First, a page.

SEMINAR & WEBINAR: Wednesday, 20th July 2022 4pm, online via Zoom (details below) and Screening in Eden Grove Seminar Room 2
SPEAKER AND TOPIC: Reesha Kara: Institute of Social of Economic Research(ISER), Rhodes University: Non-marital fertility in South Africa: An analysis of trends and socioeconomic factors
THE PAPER: In 2016, 15% of the world's 240 million births were to never-married mothers. This global increase in non-marital fertility is characterised by variations across countries and regions. Levels of non-marital fertility in South Africa are far higher than the global average. Common reasons cited for this increase, in the global north and south include delayed marriage, changing gendered roles, an increase in cohabitation and in educated and employed women and changes in societal perceptions of having a child outside of a marriage. Economically, marriage is postponed until the couple become financially stable and importantly, never-married motherhood is linked to lower levels of education and a lower socioeconomic status. Given this backdrop, the study aims to identify whether there has been an increase in the levels of non-marital fertility among women in South Africa (aged 15-49) and to identify determinants of non-marital fertility amongst these women.
Using data from the National Income Dynamics Study, a trend analysis revealed a significant increase in the prevalence of non-marital fertility in South Africa between 2008 and 2017. Further analysis showed that non-marital fertility is influenced by economic factors as never-married mothers are more likely to belong to low-income households, female-headed households or have low-paying jobs. These findings triangulate with wider findings on births outside of a marriage and thus, contributes empirically to understanding the dynamics of non-marital fertility in a middle-income country.
SPEAKER: Reesha is currently a researcher at the Institute for Social and Economic Research (ISER) at Rhodes University focusing on human and economic development. She completed a postdoctoral fellowship at the Neil Aggett Labour Studies Unit (NALSU) where her work looked at single motherhood among educated women in South Africa. Her research interests include research methodology, single motherhood, socio-economic wellbeing, poverty and social issues concerning everyday South Africans. Reesha has years of experience and training in quantitative research methodology, focusing on the analysis of nationally representative survey data.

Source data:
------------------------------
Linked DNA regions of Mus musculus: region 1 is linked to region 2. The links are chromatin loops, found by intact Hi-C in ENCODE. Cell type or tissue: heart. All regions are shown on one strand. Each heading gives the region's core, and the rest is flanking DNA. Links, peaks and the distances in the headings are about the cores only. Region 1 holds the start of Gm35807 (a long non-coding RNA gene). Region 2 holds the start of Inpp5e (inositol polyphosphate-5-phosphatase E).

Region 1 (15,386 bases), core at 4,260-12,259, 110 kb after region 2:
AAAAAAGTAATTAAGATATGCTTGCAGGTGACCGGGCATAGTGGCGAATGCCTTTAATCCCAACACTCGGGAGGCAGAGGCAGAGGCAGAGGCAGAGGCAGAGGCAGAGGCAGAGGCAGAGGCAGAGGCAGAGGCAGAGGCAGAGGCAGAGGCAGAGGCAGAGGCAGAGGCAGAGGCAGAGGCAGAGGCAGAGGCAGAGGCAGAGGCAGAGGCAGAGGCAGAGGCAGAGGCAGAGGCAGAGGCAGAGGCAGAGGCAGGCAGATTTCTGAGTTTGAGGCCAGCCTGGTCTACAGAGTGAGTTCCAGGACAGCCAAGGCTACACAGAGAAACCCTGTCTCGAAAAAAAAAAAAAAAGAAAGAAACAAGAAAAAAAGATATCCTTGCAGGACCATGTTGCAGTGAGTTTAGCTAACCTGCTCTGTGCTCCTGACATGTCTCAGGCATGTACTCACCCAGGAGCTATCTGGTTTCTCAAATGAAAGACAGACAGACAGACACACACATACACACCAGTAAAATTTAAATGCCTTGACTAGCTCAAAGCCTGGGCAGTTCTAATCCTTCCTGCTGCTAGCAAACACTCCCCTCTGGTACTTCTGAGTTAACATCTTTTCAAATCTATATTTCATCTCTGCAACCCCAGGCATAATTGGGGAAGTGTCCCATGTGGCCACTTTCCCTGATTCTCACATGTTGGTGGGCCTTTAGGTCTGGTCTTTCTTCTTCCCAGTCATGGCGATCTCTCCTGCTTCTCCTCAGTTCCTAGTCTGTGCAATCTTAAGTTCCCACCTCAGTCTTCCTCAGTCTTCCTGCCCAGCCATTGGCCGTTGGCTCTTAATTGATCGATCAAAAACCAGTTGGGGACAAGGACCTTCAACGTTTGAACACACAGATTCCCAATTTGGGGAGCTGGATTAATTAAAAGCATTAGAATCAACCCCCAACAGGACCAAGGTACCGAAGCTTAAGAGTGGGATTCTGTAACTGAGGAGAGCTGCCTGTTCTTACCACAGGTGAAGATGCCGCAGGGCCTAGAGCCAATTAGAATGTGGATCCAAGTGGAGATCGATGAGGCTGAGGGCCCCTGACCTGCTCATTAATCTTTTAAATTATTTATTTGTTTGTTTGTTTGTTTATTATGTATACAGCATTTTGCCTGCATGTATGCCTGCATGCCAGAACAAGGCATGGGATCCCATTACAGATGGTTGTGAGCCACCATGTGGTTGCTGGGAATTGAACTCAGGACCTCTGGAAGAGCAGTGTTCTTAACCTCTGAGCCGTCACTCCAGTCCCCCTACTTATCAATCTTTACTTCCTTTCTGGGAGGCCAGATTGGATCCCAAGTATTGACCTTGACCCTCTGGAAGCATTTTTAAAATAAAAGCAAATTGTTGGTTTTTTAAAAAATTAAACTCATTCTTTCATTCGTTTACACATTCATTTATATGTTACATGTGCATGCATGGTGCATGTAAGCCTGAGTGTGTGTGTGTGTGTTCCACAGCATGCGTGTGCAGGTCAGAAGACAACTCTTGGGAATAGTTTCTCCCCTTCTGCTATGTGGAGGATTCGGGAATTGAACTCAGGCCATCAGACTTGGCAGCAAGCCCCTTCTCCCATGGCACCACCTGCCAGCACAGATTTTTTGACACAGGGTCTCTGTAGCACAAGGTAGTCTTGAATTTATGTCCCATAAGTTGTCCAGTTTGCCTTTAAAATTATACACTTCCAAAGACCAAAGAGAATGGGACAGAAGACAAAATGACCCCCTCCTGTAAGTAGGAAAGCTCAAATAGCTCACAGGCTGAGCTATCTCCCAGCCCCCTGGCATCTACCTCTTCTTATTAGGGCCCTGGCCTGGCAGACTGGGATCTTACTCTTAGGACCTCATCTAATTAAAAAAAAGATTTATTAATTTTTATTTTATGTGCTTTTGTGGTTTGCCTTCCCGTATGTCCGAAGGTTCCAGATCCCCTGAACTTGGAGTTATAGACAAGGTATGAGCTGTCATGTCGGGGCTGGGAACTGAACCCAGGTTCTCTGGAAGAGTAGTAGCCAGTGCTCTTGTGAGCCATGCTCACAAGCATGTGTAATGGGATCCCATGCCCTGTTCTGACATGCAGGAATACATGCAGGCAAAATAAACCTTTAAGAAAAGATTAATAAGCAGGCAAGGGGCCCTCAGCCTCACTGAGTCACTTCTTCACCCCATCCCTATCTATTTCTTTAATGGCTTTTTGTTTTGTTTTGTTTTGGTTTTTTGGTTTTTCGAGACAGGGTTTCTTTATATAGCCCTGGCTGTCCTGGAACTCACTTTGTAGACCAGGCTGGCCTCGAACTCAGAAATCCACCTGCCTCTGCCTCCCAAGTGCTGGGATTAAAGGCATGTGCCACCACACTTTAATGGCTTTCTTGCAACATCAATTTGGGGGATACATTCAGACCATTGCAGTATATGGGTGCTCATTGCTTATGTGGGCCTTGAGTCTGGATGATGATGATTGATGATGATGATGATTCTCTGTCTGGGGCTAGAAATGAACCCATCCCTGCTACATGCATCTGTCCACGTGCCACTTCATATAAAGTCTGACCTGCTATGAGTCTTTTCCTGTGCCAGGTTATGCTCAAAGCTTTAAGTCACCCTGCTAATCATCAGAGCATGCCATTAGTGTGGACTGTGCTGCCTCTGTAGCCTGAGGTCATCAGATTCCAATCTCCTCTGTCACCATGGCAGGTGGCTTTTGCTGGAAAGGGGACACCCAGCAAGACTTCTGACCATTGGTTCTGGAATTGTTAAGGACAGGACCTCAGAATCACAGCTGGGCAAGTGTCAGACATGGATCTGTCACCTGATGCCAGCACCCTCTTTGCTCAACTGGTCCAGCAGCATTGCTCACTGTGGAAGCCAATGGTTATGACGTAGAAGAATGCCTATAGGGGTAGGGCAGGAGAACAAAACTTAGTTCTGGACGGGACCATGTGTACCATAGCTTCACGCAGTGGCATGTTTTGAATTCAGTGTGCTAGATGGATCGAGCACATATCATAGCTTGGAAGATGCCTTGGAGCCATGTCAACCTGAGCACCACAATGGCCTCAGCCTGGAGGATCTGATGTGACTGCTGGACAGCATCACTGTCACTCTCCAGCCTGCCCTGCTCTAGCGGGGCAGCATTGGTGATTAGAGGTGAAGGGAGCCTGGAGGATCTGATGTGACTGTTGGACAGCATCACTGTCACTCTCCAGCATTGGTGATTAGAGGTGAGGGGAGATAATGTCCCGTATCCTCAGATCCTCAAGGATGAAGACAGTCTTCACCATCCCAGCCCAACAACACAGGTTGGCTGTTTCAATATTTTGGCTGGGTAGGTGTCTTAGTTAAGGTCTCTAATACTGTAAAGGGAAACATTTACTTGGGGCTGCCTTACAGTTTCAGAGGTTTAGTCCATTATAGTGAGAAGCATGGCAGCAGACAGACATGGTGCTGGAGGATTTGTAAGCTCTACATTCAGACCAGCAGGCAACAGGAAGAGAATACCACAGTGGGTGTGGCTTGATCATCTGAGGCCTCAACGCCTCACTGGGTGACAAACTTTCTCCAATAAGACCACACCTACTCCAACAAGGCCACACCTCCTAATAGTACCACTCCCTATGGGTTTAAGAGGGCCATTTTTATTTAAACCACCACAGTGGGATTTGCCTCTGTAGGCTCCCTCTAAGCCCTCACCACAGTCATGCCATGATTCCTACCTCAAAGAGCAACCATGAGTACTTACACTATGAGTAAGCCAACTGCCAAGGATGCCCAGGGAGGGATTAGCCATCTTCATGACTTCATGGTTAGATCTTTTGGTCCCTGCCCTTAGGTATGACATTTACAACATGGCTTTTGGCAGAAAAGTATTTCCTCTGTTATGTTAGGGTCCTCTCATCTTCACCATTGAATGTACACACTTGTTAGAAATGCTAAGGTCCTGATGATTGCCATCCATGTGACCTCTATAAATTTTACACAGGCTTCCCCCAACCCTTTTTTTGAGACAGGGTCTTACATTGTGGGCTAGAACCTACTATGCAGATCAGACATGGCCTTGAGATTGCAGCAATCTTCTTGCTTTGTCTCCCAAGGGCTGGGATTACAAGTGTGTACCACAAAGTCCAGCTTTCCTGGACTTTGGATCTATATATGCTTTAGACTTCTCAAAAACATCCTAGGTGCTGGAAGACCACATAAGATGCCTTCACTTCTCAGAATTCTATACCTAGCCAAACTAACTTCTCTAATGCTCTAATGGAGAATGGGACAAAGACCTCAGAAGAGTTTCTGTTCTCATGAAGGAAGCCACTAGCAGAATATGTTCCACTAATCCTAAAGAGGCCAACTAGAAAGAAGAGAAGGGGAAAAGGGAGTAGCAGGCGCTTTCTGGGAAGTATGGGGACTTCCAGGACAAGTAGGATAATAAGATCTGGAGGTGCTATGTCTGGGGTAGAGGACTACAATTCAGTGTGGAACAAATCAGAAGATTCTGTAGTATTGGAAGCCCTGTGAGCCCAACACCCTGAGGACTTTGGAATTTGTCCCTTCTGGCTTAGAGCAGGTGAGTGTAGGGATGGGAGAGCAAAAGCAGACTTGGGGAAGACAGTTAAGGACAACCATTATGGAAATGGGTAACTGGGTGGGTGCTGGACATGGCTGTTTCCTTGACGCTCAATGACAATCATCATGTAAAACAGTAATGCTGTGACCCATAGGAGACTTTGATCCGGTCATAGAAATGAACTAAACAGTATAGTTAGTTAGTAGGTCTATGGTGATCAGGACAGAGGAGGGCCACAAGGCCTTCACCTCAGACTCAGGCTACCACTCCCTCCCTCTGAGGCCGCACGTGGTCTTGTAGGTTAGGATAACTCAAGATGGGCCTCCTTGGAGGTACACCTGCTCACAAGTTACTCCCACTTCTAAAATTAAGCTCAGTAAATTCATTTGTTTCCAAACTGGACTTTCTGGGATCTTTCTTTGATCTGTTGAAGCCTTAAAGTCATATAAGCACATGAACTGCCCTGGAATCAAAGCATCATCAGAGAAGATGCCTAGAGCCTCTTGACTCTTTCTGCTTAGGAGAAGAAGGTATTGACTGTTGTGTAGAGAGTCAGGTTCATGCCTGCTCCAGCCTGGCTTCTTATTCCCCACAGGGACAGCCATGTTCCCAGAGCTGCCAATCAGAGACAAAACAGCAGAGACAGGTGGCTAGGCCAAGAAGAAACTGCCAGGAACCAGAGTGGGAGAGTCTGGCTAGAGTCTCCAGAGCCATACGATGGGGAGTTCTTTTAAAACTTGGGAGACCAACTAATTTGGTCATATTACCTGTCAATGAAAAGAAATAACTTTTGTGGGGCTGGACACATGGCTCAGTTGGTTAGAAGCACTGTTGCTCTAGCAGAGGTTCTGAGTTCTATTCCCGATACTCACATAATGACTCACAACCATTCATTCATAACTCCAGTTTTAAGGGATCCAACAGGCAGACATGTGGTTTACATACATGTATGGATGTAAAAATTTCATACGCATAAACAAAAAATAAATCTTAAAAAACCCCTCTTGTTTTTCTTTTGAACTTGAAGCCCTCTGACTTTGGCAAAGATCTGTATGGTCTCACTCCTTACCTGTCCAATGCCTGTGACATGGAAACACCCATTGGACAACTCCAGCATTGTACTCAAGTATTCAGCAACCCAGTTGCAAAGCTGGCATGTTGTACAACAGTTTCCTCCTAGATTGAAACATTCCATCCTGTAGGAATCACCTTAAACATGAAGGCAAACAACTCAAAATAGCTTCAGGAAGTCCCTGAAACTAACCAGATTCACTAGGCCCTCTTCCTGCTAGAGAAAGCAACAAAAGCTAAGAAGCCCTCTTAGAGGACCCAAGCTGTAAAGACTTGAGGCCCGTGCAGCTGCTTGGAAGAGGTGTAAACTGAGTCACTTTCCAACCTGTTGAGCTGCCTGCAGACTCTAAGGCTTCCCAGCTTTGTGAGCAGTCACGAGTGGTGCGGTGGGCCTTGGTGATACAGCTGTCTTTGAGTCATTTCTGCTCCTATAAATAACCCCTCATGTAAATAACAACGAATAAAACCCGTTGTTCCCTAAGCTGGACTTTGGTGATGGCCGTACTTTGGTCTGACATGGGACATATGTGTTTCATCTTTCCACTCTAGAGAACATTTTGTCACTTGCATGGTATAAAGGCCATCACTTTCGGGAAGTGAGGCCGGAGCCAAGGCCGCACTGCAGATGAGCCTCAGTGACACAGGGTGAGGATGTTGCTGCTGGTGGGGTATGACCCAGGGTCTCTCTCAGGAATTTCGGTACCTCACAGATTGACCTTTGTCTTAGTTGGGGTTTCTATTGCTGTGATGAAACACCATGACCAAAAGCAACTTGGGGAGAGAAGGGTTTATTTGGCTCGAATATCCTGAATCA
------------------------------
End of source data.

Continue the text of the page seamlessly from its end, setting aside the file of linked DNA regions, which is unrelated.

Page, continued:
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HOSTS: The series is run by the Neil Aggett Labour Studies Unit (NALSU) in partnership with the Departments of Sociology & Industrial Sociology, and Economics & Economic History, Rhodes University and the Friedrich-Ebert-Stiftung (FES).
NALSU, based in the Eastern Cape, South Africa, is engaged in policy, research and workers' education. Built around a vibrant team from disciplines including Sociology and Economics & Economic History, it has active partnerships and relations with a range of advocacy, labour and research organisations. It draws strength from its location in a province where the legacy of apartheid and the cheap labour system, and the contradictions of the post-apartheid state, are keenly felt. We are named in honour of Dr Neil Hudson Aggett, a union organiser and medical doctor who died in 1982 in an apartheid jail after enduring brutality and torture.